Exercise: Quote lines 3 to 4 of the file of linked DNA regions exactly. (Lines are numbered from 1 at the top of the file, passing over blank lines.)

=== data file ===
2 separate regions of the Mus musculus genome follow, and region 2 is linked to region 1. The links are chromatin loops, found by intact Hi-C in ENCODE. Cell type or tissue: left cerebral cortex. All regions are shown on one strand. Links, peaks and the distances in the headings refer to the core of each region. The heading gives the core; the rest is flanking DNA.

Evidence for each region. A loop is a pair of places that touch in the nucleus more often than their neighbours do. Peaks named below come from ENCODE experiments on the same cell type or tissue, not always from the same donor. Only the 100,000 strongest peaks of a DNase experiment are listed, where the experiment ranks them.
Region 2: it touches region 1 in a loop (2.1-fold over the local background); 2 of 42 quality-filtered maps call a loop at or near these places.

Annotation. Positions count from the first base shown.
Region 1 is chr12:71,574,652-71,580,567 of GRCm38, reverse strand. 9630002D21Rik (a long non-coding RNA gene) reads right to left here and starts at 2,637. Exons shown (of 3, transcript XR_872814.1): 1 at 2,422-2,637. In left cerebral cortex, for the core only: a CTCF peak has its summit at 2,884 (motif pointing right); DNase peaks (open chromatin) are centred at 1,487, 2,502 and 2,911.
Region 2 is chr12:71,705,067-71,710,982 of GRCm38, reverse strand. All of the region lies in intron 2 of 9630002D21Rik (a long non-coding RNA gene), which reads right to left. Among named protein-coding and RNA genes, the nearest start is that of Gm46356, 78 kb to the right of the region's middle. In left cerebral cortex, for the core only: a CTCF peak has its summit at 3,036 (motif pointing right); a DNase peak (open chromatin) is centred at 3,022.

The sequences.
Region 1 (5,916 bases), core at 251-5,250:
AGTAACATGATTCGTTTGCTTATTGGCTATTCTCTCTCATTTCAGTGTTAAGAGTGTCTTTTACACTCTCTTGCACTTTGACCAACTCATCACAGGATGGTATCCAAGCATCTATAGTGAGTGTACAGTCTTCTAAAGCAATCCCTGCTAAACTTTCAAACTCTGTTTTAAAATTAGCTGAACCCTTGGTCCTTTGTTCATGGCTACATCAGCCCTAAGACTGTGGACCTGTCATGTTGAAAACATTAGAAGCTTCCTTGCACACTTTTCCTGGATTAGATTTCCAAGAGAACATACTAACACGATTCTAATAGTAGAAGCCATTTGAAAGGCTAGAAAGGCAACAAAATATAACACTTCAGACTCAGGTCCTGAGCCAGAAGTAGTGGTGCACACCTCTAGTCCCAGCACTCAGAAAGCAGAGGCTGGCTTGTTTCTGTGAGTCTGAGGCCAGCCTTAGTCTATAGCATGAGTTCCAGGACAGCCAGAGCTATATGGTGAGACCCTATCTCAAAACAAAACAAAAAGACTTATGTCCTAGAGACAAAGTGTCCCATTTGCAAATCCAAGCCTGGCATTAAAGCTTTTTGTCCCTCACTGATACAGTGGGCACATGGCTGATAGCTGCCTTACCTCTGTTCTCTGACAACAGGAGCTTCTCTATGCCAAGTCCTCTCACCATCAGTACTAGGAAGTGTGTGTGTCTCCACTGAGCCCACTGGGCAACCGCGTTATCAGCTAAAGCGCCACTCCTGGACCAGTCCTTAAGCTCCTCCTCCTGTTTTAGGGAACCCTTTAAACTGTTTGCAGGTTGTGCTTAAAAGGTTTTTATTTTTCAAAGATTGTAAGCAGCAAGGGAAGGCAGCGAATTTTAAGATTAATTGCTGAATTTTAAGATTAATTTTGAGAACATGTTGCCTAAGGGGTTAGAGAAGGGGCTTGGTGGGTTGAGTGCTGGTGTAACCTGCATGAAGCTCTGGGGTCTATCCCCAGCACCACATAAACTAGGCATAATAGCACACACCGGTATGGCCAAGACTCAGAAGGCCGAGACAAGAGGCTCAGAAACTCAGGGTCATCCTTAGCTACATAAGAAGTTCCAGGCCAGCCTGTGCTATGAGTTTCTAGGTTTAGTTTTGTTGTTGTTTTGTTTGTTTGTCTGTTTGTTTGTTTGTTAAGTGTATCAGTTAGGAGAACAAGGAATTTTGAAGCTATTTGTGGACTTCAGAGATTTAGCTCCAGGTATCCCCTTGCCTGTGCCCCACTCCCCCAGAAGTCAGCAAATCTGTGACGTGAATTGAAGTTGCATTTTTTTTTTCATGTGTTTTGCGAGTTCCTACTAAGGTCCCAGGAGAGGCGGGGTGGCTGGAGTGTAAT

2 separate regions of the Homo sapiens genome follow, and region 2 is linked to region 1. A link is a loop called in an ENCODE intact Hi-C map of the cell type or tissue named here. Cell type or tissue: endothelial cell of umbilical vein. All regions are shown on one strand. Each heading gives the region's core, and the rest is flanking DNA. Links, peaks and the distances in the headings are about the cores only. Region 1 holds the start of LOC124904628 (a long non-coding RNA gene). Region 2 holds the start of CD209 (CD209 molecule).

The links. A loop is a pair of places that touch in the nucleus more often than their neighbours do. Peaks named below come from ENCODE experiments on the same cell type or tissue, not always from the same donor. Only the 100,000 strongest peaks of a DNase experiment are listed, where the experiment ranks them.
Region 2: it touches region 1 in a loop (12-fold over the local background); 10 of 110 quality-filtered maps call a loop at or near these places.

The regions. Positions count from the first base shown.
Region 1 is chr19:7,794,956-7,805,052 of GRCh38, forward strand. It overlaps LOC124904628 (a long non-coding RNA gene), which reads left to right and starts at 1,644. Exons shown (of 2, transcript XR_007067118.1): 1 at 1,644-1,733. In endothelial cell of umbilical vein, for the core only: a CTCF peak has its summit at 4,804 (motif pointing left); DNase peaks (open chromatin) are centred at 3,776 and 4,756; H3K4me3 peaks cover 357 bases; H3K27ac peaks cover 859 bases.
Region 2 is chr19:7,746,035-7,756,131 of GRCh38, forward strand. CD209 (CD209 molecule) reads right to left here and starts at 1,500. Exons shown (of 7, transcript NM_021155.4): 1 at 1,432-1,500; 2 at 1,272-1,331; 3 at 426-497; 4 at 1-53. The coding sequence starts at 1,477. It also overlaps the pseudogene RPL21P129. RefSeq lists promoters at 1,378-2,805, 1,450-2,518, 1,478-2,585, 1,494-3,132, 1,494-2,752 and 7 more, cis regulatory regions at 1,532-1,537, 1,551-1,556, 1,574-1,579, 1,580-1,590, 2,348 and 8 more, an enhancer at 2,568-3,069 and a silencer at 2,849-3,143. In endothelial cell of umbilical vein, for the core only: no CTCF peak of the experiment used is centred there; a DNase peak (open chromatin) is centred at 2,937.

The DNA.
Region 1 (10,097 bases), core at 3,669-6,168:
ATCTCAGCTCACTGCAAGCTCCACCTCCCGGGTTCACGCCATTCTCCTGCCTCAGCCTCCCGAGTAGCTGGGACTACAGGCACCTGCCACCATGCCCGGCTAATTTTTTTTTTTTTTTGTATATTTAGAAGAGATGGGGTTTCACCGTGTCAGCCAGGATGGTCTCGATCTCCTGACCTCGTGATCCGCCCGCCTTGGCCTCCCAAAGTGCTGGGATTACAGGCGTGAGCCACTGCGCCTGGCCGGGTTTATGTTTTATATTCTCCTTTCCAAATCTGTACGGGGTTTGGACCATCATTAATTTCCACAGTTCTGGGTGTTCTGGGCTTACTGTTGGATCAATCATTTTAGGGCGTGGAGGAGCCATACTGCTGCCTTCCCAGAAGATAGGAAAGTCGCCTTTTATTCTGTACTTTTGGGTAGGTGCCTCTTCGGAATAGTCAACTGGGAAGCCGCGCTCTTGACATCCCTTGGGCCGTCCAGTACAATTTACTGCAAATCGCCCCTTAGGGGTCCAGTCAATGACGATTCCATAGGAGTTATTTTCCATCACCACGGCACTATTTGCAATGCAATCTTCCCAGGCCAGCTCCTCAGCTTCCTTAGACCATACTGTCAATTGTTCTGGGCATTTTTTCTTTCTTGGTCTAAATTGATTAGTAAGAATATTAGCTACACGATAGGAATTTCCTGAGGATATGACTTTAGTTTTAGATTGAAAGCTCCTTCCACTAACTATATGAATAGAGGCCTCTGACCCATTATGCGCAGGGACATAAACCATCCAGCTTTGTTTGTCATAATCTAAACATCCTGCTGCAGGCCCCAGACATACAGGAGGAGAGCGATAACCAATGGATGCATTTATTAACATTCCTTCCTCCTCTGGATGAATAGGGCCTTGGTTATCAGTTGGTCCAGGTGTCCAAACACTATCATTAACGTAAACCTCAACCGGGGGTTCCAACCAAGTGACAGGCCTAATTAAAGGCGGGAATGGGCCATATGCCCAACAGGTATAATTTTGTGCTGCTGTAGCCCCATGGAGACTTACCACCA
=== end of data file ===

Region 2: it touches region 1 in a loop (2.1-fold over the local background); 2 of 42 quality-filtered maps call a loop at or near these places.

Annotation. Positions count from the first base shown.